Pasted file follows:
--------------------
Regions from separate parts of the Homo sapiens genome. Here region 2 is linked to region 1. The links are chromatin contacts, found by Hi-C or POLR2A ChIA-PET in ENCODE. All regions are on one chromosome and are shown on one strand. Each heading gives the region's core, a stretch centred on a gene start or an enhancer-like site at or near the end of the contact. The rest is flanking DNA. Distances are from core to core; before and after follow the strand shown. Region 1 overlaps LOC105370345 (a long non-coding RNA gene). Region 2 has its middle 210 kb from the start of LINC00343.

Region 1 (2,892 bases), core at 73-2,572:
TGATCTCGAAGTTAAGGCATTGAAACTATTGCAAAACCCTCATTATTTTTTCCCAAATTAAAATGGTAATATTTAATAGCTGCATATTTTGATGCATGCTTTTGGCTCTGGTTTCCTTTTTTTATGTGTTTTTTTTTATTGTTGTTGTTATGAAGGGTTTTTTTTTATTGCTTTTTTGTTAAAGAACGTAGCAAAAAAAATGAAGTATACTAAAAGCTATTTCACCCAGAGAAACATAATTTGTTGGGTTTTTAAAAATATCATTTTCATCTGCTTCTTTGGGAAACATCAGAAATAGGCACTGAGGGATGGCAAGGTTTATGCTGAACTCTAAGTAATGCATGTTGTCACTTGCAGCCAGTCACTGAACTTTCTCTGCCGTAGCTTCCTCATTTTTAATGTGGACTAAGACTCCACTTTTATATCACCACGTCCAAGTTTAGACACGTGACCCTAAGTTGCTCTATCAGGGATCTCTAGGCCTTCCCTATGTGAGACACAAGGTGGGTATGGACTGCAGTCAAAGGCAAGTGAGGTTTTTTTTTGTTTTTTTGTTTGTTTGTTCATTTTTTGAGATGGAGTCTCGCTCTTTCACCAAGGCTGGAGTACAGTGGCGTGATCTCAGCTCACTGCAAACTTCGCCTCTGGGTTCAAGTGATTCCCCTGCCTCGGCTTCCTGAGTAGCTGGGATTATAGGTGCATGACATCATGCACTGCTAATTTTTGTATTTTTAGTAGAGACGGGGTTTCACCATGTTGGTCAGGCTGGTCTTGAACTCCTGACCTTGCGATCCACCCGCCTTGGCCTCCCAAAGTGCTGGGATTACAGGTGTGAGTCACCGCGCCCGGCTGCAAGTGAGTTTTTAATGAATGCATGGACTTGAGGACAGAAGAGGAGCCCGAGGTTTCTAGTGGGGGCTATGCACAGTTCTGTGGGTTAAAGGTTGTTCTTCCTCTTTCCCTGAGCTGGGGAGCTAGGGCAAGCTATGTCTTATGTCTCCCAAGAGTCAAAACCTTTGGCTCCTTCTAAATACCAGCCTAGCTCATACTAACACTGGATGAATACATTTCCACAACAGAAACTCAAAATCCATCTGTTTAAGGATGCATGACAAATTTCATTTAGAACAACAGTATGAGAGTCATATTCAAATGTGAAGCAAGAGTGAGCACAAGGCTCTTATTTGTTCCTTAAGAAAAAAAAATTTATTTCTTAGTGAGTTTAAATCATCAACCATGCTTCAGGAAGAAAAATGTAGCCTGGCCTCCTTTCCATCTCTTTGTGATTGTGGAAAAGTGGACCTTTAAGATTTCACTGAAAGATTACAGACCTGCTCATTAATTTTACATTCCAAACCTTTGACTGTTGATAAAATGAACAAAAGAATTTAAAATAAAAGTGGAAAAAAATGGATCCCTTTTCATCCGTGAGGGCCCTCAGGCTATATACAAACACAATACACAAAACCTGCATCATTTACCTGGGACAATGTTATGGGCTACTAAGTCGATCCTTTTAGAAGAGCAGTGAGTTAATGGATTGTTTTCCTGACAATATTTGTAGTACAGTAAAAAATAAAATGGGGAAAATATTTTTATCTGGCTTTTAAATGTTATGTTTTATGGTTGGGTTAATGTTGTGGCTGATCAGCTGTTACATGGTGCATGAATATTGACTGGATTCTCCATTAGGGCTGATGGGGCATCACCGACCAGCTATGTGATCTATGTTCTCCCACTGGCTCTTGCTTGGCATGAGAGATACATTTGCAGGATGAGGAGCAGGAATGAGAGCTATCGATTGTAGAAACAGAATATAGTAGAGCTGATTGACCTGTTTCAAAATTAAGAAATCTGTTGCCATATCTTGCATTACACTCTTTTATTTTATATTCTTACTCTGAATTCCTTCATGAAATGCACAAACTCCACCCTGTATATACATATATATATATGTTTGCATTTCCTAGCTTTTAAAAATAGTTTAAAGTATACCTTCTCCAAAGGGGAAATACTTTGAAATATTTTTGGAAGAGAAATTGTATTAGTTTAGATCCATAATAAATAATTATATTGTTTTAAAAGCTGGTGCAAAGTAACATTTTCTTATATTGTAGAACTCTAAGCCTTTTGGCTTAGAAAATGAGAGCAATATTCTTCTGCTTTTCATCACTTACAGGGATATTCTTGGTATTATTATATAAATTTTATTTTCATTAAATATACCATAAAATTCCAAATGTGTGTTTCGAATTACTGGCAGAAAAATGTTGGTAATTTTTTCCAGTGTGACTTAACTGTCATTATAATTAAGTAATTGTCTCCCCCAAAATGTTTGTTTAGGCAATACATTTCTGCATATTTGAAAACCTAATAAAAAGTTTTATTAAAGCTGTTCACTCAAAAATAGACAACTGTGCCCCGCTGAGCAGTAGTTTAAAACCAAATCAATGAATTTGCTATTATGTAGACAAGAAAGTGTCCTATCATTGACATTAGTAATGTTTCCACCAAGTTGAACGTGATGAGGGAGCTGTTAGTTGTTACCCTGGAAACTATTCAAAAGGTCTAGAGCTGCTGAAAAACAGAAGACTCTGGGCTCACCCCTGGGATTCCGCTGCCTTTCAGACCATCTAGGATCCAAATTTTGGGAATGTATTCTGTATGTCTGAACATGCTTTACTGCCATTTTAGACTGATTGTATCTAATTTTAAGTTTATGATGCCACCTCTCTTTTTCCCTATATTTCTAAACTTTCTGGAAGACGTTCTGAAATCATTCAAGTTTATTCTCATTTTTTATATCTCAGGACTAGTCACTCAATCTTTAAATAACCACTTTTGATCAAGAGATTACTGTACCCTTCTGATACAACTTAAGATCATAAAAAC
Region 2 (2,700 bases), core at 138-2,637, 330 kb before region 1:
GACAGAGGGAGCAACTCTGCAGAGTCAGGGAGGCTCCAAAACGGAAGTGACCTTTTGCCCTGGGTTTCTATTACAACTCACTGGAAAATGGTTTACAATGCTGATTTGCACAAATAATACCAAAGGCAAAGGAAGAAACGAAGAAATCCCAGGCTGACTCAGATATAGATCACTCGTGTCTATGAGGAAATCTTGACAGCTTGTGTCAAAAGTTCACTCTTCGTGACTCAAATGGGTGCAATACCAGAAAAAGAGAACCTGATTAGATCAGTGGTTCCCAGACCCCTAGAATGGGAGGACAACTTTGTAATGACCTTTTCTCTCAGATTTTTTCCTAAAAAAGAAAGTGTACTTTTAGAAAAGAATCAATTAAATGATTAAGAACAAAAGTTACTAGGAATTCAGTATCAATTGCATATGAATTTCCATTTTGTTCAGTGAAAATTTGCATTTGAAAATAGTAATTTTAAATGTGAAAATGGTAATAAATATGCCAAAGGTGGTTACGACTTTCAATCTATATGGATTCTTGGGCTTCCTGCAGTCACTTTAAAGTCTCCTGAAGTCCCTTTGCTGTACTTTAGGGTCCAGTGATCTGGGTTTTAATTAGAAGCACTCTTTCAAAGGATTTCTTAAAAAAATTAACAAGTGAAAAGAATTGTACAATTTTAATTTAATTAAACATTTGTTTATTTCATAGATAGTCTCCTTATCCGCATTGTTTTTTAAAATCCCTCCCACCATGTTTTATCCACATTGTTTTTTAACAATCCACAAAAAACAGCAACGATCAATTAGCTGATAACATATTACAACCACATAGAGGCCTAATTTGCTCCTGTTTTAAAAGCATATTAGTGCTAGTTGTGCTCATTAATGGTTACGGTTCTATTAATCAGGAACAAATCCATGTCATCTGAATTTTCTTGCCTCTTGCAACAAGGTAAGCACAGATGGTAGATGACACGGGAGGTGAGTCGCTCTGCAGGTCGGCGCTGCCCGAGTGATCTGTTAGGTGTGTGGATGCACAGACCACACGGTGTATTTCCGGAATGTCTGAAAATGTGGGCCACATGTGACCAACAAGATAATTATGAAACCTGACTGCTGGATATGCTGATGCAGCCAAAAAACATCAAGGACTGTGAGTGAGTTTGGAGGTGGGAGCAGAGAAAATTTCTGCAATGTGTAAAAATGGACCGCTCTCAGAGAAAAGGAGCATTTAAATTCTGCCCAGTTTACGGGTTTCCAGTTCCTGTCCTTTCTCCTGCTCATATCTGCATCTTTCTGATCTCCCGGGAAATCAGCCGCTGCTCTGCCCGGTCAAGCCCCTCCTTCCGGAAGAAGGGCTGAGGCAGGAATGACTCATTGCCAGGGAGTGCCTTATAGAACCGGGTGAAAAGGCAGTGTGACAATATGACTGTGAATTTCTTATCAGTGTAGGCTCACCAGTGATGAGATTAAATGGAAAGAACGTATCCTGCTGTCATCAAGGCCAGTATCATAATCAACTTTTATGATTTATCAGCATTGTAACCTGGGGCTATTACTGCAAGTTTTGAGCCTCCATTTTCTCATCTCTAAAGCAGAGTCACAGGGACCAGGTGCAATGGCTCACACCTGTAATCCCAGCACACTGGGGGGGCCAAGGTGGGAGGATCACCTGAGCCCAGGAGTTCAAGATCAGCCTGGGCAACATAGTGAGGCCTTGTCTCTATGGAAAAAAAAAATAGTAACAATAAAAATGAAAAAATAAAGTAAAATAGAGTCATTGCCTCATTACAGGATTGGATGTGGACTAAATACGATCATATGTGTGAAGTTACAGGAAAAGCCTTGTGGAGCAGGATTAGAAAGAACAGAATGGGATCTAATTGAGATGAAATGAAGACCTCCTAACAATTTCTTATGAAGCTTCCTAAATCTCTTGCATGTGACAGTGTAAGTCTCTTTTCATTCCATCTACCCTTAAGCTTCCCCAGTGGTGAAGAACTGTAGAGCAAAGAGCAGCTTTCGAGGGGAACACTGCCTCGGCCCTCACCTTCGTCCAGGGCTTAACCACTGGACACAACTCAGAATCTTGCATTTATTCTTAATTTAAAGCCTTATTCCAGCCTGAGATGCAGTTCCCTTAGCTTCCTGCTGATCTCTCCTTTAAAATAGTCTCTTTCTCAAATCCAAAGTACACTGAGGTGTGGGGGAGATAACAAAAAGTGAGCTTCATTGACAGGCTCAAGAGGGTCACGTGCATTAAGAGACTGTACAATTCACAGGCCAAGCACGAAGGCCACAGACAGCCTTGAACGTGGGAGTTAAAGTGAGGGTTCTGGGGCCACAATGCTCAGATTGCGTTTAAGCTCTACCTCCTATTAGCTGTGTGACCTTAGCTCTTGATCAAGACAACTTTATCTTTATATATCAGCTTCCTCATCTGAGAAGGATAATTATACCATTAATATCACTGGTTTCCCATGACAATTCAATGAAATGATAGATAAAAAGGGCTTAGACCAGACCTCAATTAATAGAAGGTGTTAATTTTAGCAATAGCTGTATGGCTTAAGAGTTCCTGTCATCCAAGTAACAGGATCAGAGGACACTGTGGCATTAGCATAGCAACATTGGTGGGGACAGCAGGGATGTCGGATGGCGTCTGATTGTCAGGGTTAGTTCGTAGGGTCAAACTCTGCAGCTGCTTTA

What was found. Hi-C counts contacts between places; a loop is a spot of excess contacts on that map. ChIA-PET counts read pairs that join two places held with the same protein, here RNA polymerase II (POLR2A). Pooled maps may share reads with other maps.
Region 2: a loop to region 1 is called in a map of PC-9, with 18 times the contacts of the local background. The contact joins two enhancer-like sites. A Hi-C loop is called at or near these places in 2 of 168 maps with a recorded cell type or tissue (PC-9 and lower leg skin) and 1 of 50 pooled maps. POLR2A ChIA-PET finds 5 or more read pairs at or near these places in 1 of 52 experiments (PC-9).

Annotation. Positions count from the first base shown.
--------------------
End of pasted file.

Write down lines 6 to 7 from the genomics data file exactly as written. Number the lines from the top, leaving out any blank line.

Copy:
What was found. Hi-C counts contacts between places; a loop is a spot of excess contacts on that map. ChIA-PET counts read pairs that join two places held with the same protein, here RNA polymerase II (POLR2A). Pooled maps may share reads with other maps.
Region 2: a loop to region 1 is called in a map of PC-9, with 18 times the contacts of the local background. The contact joins two enhancer-like sites. A Hi-C loop is called at or near these places in 2 of 168 maps with a recorded cell type or tissue (PC-9 and lower leg skin) and 1 of 50 pooled maps. POLR2A ChIA-PET finds 5 or more read pairs at or near these places in 1 of 52 experiments (PC-9).